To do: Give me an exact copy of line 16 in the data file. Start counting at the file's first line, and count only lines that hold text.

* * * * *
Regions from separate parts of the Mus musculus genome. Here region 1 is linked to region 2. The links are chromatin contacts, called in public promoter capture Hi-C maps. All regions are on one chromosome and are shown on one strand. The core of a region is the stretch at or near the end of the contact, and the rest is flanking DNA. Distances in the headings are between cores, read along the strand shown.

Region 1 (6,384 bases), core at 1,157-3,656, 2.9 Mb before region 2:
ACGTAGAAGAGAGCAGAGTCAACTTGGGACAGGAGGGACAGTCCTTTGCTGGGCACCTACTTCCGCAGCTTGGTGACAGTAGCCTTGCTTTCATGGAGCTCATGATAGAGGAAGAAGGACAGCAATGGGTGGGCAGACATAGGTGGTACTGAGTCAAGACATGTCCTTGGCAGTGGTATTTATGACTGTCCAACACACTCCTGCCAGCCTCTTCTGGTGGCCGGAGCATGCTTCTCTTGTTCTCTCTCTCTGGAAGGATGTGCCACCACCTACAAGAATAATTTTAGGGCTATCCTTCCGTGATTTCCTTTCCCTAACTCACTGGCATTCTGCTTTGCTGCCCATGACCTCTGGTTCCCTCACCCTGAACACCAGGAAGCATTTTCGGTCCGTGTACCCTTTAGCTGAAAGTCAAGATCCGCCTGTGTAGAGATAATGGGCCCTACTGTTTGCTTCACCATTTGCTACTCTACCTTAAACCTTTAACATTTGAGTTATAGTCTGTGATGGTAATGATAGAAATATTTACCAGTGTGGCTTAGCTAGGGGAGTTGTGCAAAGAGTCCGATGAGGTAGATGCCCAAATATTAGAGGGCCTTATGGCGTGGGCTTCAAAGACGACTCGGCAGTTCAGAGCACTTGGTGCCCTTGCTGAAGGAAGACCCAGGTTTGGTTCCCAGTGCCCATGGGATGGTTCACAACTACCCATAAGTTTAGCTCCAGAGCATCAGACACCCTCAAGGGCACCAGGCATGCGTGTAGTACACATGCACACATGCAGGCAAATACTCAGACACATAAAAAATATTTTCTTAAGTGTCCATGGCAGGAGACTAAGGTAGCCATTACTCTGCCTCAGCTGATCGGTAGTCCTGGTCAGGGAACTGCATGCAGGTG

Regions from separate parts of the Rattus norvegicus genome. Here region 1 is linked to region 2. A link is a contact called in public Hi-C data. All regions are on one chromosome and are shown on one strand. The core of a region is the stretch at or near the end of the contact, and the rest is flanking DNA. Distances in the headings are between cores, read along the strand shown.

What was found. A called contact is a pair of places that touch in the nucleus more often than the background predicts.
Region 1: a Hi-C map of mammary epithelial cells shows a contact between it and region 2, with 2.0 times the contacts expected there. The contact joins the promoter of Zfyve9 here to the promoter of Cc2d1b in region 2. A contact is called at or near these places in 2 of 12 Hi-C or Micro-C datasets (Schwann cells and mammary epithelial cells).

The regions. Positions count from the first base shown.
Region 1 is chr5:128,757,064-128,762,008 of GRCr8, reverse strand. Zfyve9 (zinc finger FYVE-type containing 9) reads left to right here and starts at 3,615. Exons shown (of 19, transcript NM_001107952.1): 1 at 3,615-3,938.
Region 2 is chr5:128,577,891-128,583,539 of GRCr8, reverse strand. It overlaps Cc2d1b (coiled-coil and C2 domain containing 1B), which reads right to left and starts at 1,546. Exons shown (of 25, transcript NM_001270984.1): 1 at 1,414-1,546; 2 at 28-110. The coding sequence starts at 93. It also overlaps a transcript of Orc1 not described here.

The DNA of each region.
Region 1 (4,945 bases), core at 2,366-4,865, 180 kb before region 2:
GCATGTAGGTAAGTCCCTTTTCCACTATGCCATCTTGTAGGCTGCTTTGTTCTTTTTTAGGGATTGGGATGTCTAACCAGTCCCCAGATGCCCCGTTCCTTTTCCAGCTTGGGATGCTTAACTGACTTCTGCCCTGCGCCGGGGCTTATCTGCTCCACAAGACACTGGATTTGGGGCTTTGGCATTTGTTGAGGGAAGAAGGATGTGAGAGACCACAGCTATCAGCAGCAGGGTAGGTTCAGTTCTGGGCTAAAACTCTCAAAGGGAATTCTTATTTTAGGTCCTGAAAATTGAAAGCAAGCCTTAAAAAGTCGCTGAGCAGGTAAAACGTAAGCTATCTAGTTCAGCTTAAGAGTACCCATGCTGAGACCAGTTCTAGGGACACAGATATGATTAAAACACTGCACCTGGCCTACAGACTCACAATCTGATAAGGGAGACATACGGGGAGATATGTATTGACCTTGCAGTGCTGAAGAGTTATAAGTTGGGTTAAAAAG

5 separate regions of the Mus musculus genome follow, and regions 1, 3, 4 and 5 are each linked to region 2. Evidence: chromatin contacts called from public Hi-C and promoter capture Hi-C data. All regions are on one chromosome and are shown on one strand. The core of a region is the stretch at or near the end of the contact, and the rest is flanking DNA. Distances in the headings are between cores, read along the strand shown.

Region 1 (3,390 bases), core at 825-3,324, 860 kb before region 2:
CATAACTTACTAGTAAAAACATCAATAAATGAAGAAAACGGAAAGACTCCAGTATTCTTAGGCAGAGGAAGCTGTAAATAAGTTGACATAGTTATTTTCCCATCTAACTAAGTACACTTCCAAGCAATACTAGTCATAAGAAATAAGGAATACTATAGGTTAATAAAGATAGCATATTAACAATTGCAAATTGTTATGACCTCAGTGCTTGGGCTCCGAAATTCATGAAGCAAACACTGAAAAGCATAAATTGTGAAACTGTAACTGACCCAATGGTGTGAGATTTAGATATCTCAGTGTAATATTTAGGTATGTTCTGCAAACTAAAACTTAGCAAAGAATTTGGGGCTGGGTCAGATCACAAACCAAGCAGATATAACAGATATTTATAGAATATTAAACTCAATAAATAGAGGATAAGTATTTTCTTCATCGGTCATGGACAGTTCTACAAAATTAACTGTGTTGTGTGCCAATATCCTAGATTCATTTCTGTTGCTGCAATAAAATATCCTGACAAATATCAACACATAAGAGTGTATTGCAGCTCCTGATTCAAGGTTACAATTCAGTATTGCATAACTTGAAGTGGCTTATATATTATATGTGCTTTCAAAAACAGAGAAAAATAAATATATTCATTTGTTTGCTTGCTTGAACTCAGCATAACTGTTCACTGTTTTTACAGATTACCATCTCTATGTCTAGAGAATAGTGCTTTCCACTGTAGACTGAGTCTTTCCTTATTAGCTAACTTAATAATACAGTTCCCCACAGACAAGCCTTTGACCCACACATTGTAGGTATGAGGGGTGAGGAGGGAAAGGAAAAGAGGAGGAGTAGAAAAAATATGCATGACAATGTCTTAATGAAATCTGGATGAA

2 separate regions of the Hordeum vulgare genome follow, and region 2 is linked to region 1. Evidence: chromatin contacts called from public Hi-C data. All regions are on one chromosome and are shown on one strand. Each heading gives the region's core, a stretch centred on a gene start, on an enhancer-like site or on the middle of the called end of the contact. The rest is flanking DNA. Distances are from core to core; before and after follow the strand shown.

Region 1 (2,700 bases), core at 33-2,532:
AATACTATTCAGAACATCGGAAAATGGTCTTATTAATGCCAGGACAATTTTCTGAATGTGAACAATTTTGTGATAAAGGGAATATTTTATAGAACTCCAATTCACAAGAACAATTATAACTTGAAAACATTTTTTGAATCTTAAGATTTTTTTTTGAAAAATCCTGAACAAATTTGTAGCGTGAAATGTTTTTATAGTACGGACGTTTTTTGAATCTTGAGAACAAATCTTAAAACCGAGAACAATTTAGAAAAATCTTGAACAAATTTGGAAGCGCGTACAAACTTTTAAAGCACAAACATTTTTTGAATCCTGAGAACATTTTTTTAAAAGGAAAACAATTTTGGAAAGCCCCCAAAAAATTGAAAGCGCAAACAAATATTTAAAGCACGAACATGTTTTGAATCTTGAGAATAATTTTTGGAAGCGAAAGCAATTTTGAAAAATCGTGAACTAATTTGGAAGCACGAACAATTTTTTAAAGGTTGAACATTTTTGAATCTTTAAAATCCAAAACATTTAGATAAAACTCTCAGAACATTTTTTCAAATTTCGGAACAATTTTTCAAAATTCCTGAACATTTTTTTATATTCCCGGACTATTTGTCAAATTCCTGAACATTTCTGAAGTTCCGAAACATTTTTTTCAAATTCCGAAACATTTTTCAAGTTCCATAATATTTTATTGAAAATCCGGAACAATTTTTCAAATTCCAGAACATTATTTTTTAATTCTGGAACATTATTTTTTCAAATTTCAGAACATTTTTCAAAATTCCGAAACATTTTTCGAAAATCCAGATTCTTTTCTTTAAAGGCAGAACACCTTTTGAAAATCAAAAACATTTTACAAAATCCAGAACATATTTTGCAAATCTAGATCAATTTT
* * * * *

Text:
2 separate regions of the Hordeum vulgare genome follow, and region 2 is linked to region 1. Evidence: chromatin contacts called from public Hi-C data. All regions are on one chromosome and are shown on one strand. Each heading gives the region's core, a stretch centred on a gene start, on an enhancer-like site or on the middle of the called end of the contact. The rest is flanking DNA. Distances are from core to core; before and after follow the strand shown.